The RBI’s November Bulletin has an interesting research piece on the impact of government’s revenue and capital expenditure on growth.
The study concludes that the revenue and capital expenditures under the PM Garib Kalyan Yojana, the Anna Yojana or the free food transfers and the three atmanirbhar packages can push up GDP by 159 basis points this year and by 158 basis points next year (This means growth would have contracted by a further 1.6 percentage points this year had it not been for these measures).
The article says that RBI’s studies show that a one rupee increase in revenue expenditure has a one rupee impact on government’s final consumption expenditure (or GFCE, which on average accounts for about 12-13 percent of India’s GDP). However when revenue expenditure is increased it is at the cost of capital expenditure and hence the gains from a one rupee rise in revenue expenditure gets reduced to 45 paise.
The study goes on to say that a one rupee increase in capital expenditure by the central government leads to a 2.45 rupees rise in GDP in year one and a Rs 3.14 rise in GDP in the next year. For states, a one rupee rise in government capital expenditure leads a Rs2 gain in GDP.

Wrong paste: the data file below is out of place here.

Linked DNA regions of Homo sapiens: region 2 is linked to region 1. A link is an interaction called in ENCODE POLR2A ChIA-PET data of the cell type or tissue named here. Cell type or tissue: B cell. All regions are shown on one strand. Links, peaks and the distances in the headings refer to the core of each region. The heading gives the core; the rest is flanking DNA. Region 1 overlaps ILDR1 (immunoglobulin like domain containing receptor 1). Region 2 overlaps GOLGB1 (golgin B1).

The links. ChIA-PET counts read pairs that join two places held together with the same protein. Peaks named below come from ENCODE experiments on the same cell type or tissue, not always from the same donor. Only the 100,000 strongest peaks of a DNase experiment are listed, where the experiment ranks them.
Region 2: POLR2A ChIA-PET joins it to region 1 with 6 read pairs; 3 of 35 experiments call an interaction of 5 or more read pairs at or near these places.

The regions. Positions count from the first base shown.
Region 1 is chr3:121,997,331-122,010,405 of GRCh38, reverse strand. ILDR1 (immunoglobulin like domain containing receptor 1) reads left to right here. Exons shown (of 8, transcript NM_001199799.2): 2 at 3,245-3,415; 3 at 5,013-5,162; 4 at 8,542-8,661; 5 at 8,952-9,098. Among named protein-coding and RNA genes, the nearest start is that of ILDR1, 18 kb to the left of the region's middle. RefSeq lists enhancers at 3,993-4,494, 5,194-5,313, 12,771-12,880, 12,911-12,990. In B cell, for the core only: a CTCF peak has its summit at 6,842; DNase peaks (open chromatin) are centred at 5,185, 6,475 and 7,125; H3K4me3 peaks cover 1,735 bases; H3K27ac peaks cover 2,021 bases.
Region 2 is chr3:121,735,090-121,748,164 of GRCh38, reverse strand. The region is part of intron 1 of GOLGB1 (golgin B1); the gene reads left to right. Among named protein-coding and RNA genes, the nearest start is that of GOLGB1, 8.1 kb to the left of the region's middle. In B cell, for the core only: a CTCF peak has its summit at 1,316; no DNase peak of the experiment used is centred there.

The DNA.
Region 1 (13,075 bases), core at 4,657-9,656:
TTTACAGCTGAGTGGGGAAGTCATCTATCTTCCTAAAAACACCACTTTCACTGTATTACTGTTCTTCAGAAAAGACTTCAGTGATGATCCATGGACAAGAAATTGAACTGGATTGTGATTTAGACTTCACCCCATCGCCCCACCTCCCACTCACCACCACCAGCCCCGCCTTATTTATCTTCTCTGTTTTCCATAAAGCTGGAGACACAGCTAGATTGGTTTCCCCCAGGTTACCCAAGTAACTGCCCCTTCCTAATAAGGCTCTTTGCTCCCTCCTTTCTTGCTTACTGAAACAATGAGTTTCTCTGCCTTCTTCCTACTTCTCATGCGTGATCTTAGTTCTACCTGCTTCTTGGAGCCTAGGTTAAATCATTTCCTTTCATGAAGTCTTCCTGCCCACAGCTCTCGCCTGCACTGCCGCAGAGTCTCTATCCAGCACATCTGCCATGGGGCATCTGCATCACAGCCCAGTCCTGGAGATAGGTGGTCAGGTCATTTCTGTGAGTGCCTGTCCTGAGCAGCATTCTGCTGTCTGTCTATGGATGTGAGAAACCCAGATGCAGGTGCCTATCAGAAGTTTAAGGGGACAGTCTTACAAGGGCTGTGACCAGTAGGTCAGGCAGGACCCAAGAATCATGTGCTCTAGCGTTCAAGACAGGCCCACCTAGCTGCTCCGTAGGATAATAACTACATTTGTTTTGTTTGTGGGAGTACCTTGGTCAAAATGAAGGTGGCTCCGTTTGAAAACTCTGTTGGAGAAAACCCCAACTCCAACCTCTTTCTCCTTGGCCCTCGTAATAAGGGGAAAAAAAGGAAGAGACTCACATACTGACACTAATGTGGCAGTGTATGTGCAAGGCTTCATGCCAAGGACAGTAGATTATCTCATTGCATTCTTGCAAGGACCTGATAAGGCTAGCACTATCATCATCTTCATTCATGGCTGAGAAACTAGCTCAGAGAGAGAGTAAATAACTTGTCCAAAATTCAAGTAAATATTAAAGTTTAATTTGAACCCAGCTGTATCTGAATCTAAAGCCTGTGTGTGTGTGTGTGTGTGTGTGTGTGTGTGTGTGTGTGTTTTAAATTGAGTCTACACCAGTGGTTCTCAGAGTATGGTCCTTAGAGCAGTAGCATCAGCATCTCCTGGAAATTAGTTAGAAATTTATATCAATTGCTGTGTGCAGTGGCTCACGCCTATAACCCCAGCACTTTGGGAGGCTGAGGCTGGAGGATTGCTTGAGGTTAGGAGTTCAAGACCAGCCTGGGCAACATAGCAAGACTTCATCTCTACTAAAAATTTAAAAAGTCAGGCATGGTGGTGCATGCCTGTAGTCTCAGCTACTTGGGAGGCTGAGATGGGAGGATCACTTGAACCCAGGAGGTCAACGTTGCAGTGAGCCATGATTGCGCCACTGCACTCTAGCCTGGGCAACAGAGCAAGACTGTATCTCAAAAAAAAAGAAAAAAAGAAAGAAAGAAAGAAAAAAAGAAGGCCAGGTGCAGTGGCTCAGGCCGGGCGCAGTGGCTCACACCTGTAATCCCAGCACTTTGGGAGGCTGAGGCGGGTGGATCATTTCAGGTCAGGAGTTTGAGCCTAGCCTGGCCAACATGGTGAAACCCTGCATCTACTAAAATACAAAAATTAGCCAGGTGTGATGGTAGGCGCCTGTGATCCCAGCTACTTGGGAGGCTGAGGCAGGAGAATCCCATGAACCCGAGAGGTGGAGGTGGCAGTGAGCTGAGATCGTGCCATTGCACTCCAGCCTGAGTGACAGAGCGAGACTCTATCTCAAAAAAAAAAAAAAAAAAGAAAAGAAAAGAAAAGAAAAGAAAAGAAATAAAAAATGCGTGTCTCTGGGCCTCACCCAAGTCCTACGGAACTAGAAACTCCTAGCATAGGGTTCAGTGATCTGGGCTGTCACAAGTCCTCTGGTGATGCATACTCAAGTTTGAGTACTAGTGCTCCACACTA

The RBI bulletin report says that the central government’s revenue expenditure has gone up by 1 percent in the first half, despite a steep fall in receipts to 25 percent of BE. Normally central government collects 40 percent of its budgeted revenues in the first half.
However, Centre’s capital expenditure fell by 11.6 percent in the first half. The study says the states have also maintained their revenue expenditure despite receipts shortfalls, mainly by reprioritising their expenses - postponing DA and salary payments, etc. However, states capital expenditure have fallen by 40 percent this year.
In fact, the study points out that central capital expenditure has been falling since 2011-12 except for the two years --FY16 and FY17, while state governments’ capex has been falling continuously and sharply since 2011-12.
The study concludes with an earnest plea that the government should continue with its revenue expenditure this year to support the fragile recovery and the capital expenditure by Centre and state governments that has collapsed in the first half must be scaled up as a priority through public expenditure in healthcare, education, social housing and environment.